Sliding Doors (1998): United Kingdom/United States – directed by Peter Howitt
Rated PG-13 by the MPAA – contains language, sexual content (edited by Miramax from the original UK release)
Sliding Doors is a bit of a different romantic comedy, in a couple of ways. To begin with, it adds a slight supernatural or science fiction gimmick to its plot, though this has been done before (and more proficiently, in Brad Anderson’s Happy Accidents). Secondly, it is remarkably tragic in a number of ways, and is surprisingly light on the comedic aspect of the genre. There are a number of cute moments, some humor, and some interesting plot devices, but Sliding Doors ultimately cannot follow through on its more lofty goals of being a cerebral rom-com.
Gwyneth Paltrow is cute and tiny as Helen. Her job is PR, in London, and on one fateful day her world is split in two, almost literally. After leaving the flat she shares with her boyfriend, aspiring author Gerry (John Lynch), she arrives late for work and discovers she has been sacked for stealing bottles of vodka (Smirnoff; it shouldn’t be surprising that the brand responsible for changing the fundamental nature of martinis with the help of Bond films has managed to pop up here). Dejected she leaves work, bumping into James (The Mummy’s John Hannah, here less amusing and slapsticky) in the elevator. Arriving at the train station she finds herself running late, and the doors close before she gets there.
Rated PG-13 by the MPAA – contains language, some sexual content, disturbing behavior
Note: I attended an early preview screening, and I am unsure whether the film was in its final, finished form. The print I saw ran just under two hours in length and was rated PG-13.
Mark Zuckerberg is an antihero for the new generation of young adults. He is narcissistic, bitter, angry, and brilliant. He is brooding, lonesome, witty, and incredibly successful. Most of all, he understands “cool” as it pertains to the internet age, well before any of the suits could get their heads wrapped around the concept.
Jesse Eisenberg is Zuckerberg in The Social Network. He is nervous and fidgety, but supremely confident in his words and his methods. As the film opens he is a sophomore at Harvard. His opening date with Erica (Rooney Mara) is a disaster; he picks at her words and deals a number of backhanded compliments. Once he’s been rightfully dumped for being an insensitive cad, he returns to his dorm and blogs about Erica on LiveJournal. As he types and drinks he hits upon a new idea. He’ll create a website that allows users to choose one girl over another, rating their hotness. When the site is finished later that night Zuckerberg watches as traffic streams in and crashes the Harvard servers.
Rated PG-13 by the MPAA – contains cartoony violence, some sexual content and themes, and some language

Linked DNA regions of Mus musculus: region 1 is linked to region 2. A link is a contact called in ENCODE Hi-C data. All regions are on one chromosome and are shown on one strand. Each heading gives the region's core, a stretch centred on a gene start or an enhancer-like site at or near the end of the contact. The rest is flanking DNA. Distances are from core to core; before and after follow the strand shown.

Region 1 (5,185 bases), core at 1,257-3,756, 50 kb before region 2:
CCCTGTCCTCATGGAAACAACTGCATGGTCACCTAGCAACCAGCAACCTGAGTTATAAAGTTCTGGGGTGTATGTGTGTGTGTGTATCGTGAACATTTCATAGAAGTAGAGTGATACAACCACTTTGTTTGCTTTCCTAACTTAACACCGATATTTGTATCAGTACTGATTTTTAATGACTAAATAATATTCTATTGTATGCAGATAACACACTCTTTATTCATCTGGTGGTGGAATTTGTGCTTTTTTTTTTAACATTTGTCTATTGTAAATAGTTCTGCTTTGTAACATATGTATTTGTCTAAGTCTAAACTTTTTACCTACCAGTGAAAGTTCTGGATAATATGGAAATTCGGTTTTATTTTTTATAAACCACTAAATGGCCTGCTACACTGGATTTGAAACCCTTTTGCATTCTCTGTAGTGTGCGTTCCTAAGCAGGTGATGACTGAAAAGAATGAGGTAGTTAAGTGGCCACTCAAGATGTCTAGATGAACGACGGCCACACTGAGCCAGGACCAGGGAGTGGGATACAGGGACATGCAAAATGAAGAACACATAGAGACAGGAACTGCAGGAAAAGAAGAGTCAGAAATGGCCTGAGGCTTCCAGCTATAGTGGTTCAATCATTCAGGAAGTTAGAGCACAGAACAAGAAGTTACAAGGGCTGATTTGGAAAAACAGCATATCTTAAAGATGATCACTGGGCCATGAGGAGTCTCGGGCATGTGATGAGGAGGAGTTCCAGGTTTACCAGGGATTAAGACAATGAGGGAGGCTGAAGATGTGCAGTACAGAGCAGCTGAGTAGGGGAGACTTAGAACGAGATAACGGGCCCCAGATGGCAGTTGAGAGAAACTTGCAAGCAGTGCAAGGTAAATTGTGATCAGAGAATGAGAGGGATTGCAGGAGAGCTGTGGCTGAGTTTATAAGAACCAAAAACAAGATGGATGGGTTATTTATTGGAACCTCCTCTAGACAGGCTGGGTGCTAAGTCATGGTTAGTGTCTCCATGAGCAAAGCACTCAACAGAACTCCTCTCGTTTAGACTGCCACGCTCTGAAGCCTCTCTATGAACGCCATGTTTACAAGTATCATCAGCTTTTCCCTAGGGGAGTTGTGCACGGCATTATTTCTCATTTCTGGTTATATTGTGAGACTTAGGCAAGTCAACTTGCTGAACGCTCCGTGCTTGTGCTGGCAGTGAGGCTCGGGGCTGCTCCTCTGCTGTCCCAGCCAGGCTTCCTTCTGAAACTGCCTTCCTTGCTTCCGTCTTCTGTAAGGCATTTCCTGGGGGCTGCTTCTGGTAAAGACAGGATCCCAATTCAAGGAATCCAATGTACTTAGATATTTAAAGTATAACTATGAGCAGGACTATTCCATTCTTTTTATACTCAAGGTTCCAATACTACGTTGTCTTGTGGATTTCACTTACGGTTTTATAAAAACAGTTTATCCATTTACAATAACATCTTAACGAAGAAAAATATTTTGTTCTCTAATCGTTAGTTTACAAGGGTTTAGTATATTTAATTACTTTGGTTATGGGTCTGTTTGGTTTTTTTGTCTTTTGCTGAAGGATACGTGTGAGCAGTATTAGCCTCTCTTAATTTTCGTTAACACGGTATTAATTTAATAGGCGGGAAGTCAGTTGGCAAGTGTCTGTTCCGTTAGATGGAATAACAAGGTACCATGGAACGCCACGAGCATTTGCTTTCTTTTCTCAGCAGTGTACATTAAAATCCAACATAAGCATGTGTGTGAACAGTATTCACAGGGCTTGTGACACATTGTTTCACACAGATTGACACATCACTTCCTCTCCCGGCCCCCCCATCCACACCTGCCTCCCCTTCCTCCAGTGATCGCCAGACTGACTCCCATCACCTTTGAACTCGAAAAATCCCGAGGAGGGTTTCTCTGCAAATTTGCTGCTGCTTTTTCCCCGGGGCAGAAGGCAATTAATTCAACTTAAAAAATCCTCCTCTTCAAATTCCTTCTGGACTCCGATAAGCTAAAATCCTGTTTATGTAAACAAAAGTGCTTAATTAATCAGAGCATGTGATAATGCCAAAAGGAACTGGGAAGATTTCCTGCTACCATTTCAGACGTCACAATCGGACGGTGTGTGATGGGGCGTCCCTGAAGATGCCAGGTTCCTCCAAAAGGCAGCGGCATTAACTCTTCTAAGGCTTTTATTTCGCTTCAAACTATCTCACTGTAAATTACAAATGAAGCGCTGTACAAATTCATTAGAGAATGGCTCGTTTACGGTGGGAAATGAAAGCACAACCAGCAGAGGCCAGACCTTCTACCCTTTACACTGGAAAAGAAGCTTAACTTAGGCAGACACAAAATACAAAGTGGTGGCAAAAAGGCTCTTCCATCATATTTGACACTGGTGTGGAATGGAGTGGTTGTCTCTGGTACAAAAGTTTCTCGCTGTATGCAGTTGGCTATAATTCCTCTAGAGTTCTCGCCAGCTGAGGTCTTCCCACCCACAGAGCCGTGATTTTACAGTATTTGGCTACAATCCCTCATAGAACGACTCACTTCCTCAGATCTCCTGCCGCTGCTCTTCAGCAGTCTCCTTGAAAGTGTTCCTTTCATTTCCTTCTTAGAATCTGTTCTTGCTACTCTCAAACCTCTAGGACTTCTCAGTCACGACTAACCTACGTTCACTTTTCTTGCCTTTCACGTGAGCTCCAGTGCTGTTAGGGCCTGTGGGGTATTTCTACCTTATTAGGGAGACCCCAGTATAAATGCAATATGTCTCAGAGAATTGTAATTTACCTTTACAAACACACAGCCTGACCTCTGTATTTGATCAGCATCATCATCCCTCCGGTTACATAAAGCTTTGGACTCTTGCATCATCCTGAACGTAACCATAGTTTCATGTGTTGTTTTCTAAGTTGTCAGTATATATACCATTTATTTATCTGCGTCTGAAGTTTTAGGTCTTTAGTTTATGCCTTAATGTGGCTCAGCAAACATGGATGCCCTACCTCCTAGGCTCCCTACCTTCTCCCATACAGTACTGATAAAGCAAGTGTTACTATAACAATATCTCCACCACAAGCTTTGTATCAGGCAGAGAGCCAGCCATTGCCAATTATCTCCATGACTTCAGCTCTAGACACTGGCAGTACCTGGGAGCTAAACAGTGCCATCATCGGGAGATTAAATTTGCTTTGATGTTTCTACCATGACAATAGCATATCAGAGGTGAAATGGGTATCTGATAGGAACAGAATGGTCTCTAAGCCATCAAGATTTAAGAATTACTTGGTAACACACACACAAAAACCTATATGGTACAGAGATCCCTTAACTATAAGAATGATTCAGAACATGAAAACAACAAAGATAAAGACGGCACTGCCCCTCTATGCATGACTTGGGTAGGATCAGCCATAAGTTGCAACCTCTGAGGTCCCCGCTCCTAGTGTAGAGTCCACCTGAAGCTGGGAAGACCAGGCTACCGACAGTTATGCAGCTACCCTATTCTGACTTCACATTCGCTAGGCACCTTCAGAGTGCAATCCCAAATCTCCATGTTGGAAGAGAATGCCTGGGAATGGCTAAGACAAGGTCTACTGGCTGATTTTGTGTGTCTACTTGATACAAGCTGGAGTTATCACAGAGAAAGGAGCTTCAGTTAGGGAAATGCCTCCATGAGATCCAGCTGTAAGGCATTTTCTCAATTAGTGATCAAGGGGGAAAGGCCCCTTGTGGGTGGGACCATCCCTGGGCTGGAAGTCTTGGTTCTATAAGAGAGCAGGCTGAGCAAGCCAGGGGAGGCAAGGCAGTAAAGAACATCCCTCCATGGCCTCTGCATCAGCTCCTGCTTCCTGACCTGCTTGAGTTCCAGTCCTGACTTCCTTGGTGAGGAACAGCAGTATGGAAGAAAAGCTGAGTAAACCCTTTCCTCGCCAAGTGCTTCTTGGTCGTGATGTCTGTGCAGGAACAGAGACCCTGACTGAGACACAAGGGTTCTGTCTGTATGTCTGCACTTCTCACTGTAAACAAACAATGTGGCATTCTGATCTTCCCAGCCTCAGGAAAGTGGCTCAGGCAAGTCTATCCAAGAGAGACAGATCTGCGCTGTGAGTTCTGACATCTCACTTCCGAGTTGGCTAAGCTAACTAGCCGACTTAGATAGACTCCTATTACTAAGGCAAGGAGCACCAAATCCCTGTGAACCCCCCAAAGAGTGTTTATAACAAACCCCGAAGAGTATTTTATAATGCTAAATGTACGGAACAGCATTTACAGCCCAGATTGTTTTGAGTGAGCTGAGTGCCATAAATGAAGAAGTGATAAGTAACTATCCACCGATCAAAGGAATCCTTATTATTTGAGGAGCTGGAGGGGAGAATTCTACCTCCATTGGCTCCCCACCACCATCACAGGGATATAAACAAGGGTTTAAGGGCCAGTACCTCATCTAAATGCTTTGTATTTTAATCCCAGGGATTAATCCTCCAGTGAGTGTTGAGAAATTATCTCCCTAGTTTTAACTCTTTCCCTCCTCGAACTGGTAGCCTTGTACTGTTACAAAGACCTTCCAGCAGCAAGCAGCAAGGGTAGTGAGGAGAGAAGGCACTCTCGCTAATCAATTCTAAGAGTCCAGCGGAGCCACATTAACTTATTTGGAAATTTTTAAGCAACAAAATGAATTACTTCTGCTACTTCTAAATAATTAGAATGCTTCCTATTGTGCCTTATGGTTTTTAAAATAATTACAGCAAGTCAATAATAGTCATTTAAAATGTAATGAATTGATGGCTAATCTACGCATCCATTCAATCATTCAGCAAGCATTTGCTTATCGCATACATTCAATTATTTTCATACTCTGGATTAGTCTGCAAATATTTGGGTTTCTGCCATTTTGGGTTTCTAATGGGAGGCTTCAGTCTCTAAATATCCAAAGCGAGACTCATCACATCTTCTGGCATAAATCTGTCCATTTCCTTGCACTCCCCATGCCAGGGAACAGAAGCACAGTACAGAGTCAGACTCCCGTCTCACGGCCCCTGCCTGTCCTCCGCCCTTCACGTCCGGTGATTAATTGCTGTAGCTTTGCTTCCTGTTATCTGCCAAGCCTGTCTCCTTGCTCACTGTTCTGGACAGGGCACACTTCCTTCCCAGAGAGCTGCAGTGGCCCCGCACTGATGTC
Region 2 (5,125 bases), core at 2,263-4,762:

Scott Pilgrim vs. the World opens on the perfect note: an 8-bit approximation of the Universal Pictures logo as it might have appeared on the SNES, accompanied by a MIDI soundtrack of the Universal theme. Then, as soon as the characters are introduced with on-screen stats and graphics, it becomes clear that the entire movie will be a mash-up of video game and comic book.
For anyone familiar with Edgar Wright’s work, this should be no surprise. As far back as “Spaced,” one of the greatest modern television series, Wright displayed a unique panache for visual flair and transitions. With a limited television budget and a compressed schedule he managed to imbue his comedy about two jobless flat inhabitants in a familiar England with a pop sensibility rarely rivaled. It was clear from the beginning that Wright’s geekdom was supreme.
Not rated by the MPAA – contains some mature themes and some creepy moments
The Snake Pit is primarily a star vehicle for Olivia de Havilland. Two male stars round out the majority of the speaking roles, leaving the rest of the cast not more than a couple lines apiece. This isn’t necessarily a bad thing, however, as Olivia effectively pulls off a mentally unstable woman trapped in an exceedingly difficult mental health system.
The opening scene does little to give away the plot. Virginia (de Havilland) sits on a bench, alone. But then a man speaks to her, and she is confused. Eventually, the lady next to her also speaks to her, but she doesn’t know why. Then she is led into a large building with big, strong doors, and is scared. “Why am I in prison?” she wonders. Upon talking to a couple different people inside, she figures she must be researching a novel, because she’s a writer. But then she is introduced to a man who claims to be her husband. Frightened, confused, she shrinks away; she remembers being married, but can’t recall a husband.
Rated R by the MPAA – contains some violence, disturbing images and content, male nudity, language
Shutter Island might be considered Martin Scorcese’s foray into horror/psychological thriller territory, with elements of everything from Rosemary’s Baby, Jacob’s Ladder, the “Silent Hill” games, and H.P. Lovecraft. To add further influences, the novel on which the film is based is written by Dennis Lehane, the author of the Gone Baby Gone and Mystic River novels. Finally, the screenwriter is Laeta Kalogridis, whose myriad projects include executive producing on Avatar [review here], writing Pathfinder and Alexander, and also drafting the screenplay for Night Watch, one of Russia’s highest grossing films.
One might think that such a bizarre mix of influences could lead to a disjointed picture, but that’s not the case; Shutter Island manages to stay focused on its tale of supposed madness. Without this excuse, however, it is even harder to admit that the film just isn’t very good. There are amazing elements, to be sure, but it is also rather bloated and laden with a variety of technical issues. To discuss the plot and some of the film’s flaws, there may be some spoilers ahead.